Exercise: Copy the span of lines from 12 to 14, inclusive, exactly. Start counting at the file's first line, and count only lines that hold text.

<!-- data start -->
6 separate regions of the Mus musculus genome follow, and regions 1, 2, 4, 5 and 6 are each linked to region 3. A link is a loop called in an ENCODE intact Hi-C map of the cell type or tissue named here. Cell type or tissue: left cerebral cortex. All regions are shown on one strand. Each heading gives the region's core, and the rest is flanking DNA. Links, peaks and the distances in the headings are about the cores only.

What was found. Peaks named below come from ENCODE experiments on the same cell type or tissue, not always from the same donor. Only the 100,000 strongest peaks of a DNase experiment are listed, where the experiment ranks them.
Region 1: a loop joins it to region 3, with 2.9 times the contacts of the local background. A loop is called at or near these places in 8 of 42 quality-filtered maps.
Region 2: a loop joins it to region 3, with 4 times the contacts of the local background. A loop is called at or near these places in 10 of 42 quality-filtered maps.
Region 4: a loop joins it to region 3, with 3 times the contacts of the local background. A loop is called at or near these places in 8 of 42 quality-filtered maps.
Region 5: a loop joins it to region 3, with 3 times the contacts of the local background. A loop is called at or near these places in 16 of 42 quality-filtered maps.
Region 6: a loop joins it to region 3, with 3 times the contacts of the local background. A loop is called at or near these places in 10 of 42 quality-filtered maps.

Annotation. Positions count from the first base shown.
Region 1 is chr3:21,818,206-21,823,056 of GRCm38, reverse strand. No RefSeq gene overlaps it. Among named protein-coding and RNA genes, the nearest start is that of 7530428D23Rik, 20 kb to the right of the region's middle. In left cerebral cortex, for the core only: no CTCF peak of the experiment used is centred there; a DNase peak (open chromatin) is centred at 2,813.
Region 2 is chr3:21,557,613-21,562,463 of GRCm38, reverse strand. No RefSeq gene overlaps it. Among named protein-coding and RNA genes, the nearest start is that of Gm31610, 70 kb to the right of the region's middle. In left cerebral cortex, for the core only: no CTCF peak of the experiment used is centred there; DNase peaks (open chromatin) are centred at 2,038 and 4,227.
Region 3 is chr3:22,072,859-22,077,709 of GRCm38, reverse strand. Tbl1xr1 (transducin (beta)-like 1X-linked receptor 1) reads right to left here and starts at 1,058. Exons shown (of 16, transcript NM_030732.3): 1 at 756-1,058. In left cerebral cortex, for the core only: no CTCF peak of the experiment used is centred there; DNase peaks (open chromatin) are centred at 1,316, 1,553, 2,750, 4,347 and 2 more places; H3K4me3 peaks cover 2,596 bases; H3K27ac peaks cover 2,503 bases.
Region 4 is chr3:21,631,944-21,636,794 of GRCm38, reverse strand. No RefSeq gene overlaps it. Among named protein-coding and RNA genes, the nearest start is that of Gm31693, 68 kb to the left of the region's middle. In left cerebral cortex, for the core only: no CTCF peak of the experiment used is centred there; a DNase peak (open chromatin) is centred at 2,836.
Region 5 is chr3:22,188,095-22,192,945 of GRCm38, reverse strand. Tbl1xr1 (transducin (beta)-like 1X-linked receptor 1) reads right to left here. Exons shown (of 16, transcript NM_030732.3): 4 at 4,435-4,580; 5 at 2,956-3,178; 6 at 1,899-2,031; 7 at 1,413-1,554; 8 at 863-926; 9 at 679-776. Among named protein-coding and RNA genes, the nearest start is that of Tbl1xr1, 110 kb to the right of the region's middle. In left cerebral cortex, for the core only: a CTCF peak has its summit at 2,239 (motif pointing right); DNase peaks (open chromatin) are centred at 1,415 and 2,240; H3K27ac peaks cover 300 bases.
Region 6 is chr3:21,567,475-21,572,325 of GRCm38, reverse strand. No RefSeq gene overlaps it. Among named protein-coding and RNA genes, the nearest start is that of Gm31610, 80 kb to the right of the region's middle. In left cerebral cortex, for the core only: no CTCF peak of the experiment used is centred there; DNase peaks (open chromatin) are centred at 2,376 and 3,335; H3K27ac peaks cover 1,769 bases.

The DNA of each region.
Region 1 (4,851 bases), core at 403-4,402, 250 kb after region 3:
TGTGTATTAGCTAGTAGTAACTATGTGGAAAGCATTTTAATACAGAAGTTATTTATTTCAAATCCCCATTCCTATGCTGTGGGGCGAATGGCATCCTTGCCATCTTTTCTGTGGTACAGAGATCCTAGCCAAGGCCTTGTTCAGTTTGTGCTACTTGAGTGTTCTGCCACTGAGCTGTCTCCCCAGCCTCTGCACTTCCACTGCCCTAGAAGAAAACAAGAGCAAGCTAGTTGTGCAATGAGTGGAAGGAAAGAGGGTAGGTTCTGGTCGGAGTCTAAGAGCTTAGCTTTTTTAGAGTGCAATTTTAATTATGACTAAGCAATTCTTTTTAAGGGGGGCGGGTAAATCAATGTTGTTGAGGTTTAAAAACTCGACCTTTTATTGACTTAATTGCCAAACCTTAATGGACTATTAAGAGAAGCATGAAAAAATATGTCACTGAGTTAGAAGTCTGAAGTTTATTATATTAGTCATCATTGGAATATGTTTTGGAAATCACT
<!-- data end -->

Region 4 is chr3:21,631,944-21,636,794 of GRCm38, reverse strand. No RefSeq gene overlaps it. Among named protein-coding and RNA genes, the nearest start is that of Gm31693, 68 kb to the left of the region's middle. In left cerebral cortex, for the core only: no CTCF peak of the experiment used is centred there; a DNase peak (open chromatin) is centred at 2,836.
Region 5 is chr3:22,188,095-22,192,945 of GRCm38, reverse strand. Tbl1xr1 (transducin (beta)-like 1X-linked receptor 1) reads right to left here. Exons shown (of 16, transcript NM_030732.3): 4 at 4,435-4,580; 5 at 2,956-3,178; 6 at 1,899-2,031; 7 at 1,413-1,554; 8 at 863-926; 9 at 679-776. Among named protein-coding and RNA genes, the nearest start is that of Tbl1xr1, 110 kb to the right of the region's middle. In left cerebral cortex, for the core only: a CTCF peak has its summit at 2,239 (motif pointing right); DNase peaks (open chromatin) are centred at 1,415 and 2,240; H3K27ac peaks cover 300 bases.
Region 6 is chr3:21,567,475-21,572,325 of GRCm38, reverse strand. No RefSeq gene overlaps it. Among named protein-coding and RNA genes, the nearest start is that of Gm31610, 80 kb to the right of the region's middle. In left cerebral cortex, for the core only: no CTCF peak of the experiment used is centred there; DNase peaks (open chromatin) are centred at 2,376 and 3,335; H3K27ac peaks cover 1,769 bases.